The son of a Jewish fruit peddler, Dave Barrett was born October 2, 1930 in Vancouver. He gained his B.A. in Philosophy from Seattle University in 1953 and his M.A. in Social Work at St. Louis University in 1956. He worked at the Haney Correctional Institute and sought the CCF nomination in Dewdney in 1959. He was first elected to the B.C. legislature in 1960. He became leader of the provincial NDP in 1970. He served as premier from 1972 to 1975. He resigned as leader of the provincial party in 1984 and tried working as a talk show host. He was elected as a federal NDP MP in 1988 and narrowly lost the national party leadership contest in 1989 to Audrey McLaughlin. He remained in office until 1993. After leaving politics Barrett was appointed as an adjunct professor in political science at SFU, and lectured at Harvard, McGill and Western Washington University. He also wrote a memoir Barrett, A Passionate Political Life (Douglas & McIntyre, 1995) with reporter William Miller of the Times-Colonist. In 1999 he led a commission to investigate the phenomenon of 'leaky condos' in the Lower Mainland.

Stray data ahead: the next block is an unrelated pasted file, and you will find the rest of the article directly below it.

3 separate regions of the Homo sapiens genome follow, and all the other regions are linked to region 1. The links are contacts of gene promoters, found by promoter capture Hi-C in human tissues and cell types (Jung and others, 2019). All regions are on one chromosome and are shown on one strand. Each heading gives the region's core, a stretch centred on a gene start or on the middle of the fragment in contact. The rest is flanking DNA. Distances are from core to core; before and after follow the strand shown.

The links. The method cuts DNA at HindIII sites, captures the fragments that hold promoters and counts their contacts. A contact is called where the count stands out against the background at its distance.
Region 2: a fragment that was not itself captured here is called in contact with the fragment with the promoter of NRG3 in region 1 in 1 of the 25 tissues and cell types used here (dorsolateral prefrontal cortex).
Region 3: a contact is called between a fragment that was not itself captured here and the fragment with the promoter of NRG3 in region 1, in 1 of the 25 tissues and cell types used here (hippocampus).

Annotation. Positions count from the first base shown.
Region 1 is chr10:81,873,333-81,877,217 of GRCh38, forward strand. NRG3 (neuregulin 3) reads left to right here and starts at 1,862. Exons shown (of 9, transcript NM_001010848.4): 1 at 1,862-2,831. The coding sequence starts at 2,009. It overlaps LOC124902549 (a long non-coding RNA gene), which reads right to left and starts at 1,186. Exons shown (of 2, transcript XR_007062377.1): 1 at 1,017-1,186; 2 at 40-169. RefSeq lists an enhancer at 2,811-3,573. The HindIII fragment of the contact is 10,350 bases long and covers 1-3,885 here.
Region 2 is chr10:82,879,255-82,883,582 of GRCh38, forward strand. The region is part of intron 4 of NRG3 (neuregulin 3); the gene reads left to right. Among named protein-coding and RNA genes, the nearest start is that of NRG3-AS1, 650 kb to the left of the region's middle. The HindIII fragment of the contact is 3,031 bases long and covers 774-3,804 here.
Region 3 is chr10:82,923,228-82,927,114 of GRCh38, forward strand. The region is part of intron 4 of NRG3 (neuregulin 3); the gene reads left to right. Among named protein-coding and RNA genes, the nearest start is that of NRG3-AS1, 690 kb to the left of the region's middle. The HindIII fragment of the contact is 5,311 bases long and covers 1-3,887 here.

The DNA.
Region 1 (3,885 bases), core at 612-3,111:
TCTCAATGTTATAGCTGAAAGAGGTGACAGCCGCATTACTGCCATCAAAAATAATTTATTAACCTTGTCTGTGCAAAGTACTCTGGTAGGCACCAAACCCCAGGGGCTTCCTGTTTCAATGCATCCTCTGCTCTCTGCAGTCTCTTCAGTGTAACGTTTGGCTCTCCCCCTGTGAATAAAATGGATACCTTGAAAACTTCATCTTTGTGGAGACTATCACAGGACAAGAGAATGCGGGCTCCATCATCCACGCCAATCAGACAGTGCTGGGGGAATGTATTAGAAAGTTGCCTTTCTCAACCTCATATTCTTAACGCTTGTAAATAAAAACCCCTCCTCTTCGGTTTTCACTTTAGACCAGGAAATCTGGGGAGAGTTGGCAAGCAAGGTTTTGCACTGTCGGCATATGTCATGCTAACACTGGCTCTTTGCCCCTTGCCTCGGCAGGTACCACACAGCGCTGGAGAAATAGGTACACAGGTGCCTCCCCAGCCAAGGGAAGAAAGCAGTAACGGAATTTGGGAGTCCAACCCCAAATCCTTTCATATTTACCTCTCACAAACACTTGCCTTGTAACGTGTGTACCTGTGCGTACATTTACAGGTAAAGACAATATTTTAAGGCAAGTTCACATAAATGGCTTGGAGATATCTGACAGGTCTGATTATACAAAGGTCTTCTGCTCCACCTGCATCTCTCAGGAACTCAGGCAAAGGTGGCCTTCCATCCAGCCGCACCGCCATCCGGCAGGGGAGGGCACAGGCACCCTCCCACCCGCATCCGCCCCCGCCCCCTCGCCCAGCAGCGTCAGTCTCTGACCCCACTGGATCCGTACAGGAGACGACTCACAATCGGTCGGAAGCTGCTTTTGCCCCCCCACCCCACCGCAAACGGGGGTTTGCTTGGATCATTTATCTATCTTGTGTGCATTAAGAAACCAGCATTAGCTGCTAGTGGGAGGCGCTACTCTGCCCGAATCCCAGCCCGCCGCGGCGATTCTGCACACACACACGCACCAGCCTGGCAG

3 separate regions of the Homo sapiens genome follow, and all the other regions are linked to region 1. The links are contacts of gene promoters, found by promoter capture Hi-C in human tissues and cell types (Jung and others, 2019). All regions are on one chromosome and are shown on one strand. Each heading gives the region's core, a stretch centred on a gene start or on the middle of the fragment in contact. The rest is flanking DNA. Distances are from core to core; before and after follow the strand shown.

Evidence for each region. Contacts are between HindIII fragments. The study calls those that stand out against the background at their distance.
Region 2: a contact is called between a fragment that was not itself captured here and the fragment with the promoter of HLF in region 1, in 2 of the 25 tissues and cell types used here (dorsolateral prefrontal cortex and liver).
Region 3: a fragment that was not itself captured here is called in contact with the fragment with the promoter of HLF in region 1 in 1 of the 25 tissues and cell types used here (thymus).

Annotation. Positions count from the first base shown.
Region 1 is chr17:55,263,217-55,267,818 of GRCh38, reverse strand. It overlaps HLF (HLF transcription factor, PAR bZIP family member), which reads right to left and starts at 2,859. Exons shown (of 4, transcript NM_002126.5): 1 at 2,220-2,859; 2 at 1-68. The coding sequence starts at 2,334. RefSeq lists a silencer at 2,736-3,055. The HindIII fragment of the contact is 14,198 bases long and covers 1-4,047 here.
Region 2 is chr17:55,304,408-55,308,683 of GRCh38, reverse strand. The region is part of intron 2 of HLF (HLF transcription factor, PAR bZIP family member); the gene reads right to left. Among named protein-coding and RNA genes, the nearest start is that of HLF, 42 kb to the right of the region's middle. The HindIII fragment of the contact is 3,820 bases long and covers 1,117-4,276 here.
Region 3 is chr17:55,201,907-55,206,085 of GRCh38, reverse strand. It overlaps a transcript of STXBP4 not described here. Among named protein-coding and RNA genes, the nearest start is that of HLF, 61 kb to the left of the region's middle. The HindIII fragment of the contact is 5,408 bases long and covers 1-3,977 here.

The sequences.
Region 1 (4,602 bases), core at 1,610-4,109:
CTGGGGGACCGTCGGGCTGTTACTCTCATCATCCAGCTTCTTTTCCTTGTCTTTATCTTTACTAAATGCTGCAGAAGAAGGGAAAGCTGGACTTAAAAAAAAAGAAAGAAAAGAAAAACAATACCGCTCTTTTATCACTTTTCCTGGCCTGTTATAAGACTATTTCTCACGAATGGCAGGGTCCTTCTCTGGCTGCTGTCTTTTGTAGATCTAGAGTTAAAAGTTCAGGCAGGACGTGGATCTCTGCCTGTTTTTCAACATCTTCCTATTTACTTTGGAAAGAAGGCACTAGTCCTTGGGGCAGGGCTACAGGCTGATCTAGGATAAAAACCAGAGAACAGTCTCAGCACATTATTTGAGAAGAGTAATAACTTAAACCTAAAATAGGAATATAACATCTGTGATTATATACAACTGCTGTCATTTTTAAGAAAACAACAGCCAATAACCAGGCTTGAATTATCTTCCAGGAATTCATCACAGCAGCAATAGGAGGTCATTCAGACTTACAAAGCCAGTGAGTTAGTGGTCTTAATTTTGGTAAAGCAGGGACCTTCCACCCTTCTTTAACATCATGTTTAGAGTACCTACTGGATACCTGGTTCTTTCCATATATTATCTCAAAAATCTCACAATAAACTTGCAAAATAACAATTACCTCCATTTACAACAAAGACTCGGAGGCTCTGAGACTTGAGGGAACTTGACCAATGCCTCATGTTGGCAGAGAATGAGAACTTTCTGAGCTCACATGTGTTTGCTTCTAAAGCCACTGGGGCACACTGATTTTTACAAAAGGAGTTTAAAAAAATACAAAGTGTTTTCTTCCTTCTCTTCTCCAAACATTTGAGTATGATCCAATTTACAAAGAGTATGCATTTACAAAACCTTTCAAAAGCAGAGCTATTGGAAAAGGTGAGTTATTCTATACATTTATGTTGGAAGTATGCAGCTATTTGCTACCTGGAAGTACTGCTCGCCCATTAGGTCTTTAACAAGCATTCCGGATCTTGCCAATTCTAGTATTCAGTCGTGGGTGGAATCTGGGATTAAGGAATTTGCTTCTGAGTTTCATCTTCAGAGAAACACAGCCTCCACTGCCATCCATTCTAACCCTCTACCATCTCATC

A critical view of Barrett's years as premier was quickly presented by Kavic and Nixon in The 1200 Days: A Shattered Dream, published in 1978. It wasn't until Geoff Meggs and Rod Mickleburgh published The Art of the Impossible (Harbour 2012) that a supportive summary was provided by two veteran journalists as a counterpoint.


Barrett, A Passionate Political Life (Douglas & McIntyre, 1995). With William Miller

[BCBW 2012] "Politics"